Teacher selected for humanities study

Tuesday, June 12, 2012

BARTLEY, Nebraska -- Bob Loshbaugh, a teacher at Southwest High School in Bartley, has been selected from a national applicant pool to attend one of 20 summer study opportunities supported by the National Endowment for the Humanities.

The Endowment is a federal agency that each summer supports Landmarks of American History and Culture workshops so that teachers can study with experts in humanities disciplines.

Bob will participate in a workshop titled The Most Southern Place on Earth; the Music, Culture, and History in the Mississippi Delta. The program will be on the campus of Delta State University in Cleveland, Mississippi, and directed by Dr. Luther Brown, Associate Dean for Rural and Regional Studies. The 40 teachers selected to participate each week will receive a stipend of $1,200 to help cover their travel, study, and living expenses.

The 20 Landmarks of American History and Culture workshops offered for teachers this summer explore a range of topics including exploration of the United States Pacific West Coast; the Industrial Revolution; Mark Twain and Huckleberry Finn; the American Revolution; and Chicago skyscrapers.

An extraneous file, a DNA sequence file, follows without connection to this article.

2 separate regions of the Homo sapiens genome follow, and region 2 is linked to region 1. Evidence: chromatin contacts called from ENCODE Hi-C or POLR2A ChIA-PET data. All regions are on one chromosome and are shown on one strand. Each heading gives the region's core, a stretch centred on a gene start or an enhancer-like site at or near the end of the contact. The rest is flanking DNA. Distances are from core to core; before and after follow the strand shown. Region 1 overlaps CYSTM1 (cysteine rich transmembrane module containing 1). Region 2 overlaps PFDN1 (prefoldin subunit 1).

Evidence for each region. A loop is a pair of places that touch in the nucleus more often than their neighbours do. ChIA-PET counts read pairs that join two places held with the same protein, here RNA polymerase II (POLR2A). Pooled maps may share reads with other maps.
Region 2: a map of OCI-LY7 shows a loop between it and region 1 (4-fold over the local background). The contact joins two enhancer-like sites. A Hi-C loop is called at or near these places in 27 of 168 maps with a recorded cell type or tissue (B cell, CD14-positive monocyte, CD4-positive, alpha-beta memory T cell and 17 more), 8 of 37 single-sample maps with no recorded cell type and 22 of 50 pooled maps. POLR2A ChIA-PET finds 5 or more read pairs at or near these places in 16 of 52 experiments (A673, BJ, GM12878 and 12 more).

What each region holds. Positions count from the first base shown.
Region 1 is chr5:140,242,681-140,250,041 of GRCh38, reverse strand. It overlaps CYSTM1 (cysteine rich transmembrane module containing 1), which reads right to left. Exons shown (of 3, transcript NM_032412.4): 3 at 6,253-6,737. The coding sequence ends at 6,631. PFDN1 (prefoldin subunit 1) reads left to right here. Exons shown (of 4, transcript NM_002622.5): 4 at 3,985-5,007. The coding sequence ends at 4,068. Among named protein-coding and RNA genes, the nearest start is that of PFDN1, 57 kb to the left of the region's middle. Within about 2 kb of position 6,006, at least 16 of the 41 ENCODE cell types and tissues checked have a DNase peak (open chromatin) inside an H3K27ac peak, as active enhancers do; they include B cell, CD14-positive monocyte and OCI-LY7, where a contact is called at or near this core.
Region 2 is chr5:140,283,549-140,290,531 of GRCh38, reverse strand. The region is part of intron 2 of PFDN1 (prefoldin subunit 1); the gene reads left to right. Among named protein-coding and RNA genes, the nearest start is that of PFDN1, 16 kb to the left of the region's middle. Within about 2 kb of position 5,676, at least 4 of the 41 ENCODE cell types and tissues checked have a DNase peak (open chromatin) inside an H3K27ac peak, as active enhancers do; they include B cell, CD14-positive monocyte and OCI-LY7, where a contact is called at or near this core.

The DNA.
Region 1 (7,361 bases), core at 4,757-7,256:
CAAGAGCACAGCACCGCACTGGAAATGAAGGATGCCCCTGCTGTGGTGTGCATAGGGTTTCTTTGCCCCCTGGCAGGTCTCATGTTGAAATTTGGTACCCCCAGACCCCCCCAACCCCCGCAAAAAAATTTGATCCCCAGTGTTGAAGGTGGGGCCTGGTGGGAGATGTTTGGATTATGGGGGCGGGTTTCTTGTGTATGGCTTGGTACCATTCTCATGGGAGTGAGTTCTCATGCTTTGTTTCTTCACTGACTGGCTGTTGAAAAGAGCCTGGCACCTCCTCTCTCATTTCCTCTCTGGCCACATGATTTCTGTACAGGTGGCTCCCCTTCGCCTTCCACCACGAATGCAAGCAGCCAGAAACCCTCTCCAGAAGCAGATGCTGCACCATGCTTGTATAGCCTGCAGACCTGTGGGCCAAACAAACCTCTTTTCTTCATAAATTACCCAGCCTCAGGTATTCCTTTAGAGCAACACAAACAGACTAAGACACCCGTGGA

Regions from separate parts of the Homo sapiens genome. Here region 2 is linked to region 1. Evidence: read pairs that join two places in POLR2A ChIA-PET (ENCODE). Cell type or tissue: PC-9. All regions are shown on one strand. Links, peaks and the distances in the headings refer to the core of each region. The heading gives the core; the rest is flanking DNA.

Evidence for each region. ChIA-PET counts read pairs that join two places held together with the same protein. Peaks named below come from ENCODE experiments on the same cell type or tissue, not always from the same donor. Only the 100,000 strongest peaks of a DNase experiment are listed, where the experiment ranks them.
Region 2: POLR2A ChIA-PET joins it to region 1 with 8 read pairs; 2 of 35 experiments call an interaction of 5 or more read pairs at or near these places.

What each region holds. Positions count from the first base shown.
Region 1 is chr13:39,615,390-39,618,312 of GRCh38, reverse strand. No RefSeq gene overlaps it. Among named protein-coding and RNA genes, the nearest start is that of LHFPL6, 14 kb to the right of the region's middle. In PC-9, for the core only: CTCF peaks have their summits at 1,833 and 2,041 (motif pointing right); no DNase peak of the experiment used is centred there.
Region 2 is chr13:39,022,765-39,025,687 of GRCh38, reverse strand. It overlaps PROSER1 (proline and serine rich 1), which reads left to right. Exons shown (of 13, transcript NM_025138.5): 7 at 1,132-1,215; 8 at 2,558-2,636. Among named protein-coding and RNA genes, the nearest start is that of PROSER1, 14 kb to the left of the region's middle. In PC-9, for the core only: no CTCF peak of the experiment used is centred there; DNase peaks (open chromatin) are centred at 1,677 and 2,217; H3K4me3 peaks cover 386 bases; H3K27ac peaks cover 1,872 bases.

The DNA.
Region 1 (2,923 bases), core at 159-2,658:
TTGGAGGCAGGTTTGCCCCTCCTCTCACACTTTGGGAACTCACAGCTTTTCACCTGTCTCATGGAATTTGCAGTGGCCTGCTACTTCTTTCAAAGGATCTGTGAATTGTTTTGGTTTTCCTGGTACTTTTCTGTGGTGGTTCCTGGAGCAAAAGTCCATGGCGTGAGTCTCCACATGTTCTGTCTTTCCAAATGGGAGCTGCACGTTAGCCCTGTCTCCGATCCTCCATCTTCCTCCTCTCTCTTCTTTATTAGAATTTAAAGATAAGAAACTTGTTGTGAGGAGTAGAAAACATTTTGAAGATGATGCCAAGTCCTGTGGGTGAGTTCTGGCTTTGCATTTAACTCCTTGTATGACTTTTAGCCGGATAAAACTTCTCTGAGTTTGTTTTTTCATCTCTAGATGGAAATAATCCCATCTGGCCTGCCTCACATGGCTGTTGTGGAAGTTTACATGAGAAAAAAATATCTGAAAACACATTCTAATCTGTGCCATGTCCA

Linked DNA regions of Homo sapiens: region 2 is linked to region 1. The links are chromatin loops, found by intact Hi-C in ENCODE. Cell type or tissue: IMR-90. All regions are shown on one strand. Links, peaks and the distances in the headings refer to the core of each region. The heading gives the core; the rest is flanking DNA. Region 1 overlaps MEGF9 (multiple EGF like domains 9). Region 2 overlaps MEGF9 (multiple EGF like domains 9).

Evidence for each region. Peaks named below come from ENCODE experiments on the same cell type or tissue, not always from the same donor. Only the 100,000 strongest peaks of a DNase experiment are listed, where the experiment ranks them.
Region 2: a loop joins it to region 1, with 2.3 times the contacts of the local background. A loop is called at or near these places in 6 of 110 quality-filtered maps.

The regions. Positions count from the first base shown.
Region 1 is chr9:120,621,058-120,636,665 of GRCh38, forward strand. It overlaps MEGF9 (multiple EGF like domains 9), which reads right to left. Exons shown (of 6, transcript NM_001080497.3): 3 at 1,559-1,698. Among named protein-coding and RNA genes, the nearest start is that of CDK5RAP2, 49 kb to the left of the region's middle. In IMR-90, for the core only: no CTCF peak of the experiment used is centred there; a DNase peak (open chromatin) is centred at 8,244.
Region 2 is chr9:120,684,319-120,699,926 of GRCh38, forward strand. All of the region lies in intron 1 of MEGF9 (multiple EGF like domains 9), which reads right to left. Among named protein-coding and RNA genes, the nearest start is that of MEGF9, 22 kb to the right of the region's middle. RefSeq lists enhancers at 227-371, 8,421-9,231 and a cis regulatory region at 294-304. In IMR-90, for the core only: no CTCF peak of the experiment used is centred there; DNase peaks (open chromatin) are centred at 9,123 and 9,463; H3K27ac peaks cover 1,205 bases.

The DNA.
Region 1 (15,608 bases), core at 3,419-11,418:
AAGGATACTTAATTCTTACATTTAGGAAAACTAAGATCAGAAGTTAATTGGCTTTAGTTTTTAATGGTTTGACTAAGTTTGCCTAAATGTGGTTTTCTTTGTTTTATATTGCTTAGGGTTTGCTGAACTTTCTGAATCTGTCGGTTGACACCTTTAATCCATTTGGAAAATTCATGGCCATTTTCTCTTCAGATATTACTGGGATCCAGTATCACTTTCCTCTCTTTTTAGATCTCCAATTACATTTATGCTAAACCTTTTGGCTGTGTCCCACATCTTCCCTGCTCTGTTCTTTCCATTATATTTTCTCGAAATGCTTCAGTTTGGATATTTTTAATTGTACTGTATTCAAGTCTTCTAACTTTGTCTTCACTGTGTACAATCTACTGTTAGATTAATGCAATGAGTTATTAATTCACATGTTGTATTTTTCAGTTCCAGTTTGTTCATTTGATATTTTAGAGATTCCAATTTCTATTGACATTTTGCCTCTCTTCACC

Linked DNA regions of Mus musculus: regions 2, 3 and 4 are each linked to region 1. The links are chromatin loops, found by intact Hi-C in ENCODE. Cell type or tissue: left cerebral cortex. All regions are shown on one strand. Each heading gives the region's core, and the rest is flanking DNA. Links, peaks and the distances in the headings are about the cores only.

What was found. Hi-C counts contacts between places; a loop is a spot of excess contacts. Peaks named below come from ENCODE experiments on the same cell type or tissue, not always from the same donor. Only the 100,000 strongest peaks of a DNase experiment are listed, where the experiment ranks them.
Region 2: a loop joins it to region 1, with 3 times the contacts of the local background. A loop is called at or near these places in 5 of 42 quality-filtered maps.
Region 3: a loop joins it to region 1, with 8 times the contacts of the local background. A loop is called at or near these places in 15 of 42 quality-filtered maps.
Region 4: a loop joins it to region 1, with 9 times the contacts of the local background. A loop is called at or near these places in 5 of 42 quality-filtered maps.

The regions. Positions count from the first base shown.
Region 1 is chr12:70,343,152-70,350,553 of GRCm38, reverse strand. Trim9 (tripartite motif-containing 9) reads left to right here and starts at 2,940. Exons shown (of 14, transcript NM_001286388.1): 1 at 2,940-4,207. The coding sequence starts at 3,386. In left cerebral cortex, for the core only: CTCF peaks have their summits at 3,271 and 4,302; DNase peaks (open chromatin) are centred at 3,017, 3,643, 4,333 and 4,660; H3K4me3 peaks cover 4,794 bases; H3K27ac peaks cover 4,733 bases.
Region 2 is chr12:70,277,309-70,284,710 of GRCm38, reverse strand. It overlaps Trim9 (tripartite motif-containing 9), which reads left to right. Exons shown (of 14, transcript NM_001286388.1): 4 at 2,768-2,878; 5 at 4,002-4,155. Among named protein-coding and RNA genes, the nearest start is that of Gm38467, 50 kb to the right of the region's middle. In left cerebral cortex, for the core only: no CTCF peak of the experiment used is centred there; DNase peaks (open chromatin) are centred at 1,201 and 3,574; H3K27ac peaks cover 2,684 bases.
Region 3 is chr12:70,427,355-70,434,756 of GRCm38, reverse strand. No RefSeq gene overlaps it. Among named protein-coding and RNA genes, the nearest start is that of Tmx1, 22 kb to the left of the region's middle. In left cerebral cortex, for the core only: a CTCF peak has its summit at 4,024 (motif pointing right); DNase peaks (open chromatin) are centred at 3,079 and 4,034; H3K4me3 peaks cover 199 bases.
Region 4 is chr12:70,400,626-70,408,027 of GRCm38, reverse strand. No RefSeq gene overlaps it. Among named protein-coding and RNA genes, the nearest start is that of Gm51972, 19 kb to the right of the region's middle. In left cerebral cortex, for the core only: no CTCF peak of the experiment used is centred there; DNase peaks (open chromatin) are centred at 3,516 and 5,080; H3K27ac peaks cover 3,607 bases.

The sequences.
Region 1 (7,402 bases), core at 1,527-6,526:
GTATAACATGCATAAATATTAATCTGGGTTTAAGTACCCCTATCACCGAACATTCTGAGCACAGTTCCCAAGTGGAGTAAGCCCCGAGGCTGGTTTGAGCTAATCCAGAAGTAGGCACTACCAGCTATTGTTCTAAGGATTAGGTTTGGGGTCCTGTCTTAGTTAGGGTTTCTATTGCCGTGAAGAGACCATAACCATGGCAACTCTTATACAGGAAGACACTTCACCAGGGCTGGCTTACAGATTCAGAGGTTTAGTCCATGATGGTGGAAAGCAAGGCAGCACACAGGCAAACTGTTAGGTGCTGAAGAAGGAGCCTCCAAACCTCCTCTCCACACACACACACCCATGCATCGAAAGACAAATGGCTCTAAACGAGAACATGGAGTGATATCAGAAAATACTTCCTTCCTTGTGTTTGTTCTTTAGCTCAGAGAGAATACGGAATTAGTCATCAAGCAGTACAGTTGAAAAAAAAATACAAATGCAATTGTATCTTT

The Most Southern Place on Earth: Music, Culture, and History in the Mississippi Delta will allow participants to explore the heritage of the Mississippi Delta. The Delta is a vast floodplain formed by the Mississippi River. It was still largely wilderness during the Civil War, and was rapidly cleared to support cotton plantations based on sharecropping. It is the birth place of the Blues and also Rock 'n' Roll.

It has been the scene of many civil rights activities and it has produced many political leaders, authors and artists. Muddy Waters, Robert Johnson, Charley Pride, Fanny Lou Hamer, Richard Wright, Hodding Carter, Craig Claiborne, and B.B. King all hail from the Mississippi Delta.

Workshop participants will travel throughout the Delta, visiting places where important events transpired and listening to lectures presented by historians and other experts.

For more information, please visit www.blueshighway.org or call 662-846-4311.

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